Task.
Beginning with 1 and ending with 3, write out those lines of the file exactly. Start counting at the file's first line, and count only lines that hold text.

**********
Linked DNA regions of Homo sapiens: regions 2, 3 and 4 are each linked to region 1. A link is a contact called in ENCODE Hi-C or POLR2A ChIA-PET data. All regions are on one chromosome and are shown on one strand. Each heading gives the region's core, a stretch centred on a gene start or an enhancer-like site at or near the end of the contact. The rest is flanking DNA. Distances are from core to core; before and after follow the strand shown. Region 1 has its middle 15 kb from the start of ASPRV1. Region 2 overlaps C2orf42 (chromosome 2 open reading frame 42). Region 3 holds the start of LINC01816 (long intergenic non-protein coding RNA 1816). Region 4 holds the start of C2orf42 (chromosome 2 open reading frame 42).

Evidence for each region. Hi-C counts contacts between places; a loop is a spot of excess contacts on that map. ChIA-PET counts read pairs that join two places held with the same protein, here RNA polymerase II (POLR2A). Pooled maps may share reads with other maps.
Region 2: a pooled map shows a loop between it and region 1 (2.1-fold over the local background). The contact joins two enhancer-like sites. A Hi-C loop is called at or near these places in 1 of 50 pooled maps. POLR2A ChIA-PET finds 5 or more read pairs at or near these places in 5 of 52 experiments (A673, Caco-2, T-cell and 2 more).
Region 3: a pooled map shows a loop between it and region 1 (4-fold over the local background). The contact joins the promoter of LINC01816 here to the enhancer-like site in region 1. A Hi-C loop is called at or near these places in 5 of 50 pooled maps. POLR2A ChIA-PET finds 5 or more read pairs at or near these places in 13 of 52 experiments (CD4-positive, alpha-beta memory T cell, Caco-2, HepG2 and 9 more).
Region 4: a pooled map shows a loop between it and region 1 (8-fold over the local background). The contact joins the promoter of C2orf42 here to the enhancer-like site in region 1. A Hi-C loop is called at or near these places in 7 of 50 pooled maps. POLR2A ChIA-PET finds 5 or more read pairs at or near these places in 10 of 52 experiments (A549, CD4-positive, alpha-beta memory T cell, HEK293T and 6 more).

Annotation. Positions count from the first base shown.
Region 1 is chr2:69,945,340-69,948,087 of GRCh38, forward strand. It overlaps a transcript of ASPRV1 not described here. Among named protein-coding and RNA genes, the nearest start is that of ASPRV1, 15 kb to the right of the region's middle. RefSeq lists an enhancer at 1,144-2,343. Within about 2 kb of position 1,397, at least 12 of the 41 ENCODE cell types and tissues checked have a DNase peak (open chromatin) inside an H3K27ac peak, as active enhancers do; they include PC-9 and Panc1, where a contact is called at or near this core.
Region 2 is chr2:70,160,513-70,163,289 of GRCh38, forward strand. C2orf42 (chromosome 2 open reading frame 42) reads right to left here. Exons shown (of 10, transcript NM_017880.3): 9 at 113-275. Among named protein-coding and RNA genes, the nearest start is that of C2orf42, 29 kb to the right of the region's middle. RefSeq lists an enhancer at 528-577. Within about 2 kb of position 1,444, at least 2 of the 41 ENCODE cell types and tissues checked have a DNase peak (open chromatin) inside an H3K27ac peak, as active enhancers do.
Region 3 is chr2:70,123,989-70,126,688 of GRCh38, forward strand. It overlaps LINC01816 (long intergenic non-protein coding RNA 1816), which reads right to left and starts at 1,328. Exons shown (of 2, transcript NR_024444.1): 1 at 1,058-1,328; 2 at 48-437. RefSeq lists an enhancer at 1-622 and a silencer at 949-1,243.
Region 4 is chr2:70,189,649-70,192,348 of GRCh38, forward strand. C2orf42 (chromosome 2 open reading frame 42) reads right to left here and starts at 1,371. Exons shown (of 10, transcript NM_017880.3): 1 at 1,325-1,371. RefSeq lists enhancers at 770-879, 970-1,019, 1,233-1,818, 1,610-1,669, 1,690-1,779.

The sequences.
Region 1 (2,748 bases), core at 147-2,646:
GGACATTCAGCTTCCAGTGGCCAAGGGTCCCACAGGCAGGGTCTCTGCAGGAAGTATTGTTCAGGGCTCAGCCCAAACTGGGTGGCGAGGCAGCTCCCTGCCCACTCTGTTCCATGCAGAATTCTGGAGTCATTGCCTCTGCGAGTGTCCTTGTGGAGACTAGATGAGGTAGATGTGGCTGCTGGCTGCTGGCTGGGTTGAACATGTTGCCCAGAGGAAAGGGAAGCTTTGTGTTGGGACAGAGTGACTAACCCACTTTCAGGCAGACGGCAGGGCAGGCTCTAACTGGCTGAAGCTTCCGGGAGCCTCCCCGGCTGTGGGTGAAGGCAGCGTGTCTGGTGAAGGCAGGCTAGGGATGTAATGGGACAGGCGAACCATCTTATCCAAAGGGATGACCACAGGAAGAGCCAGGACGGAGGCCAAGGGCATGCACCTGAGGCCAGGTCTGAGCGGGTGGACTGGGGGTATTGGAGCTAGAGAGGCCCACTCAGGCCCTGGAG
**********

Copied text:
Linked DNA regions of Homo sapiens: regions 2, 3 and 4 are each linked to region 1. A link is a contact called in ENCODE Hi-C or POLR2A ChIA-PET data. All regions are on one chromosome and are shown on one strand. Each heading gives the region's core, a stretch centred on a gene start or an enhancer-like site at or near the end of the contact. The rest is flanking DNA. Distances are from core to core; before and after follow the strand shown. Region 1 has its middle 15 kb from the start of ASPRV1. Region 2 overlaps C2orf42 (chromosome 2 open reading frame 42). Region 3 holds the start of LINC01816 (long intergenic non-protein coding RNA 1816). Region 4 holds the start of C2orf42 (chromosome 2 open reading frame 42).

Evidence for each region. Hi-C counts contacts between places; a loop is a spot of excess contacts on that map. ChIA-PET counts read pairs that join two places held with the same protein, here RNA polymerase II (POLR2A). Pooled maps may share reads with other maps.
Region 2: a pooled map shows a loop between it and region 1 (2.1-fold over the local background). The contact joins two enhancer-like sites. A Hi-C loop is called at or near these places in 1 of 50 pooled maps. POLR2A ChIA-PET finds 5 or more read pairs at or near these places in 5 of 52 experiments (A673, Caco-2, T-cell and 2 more).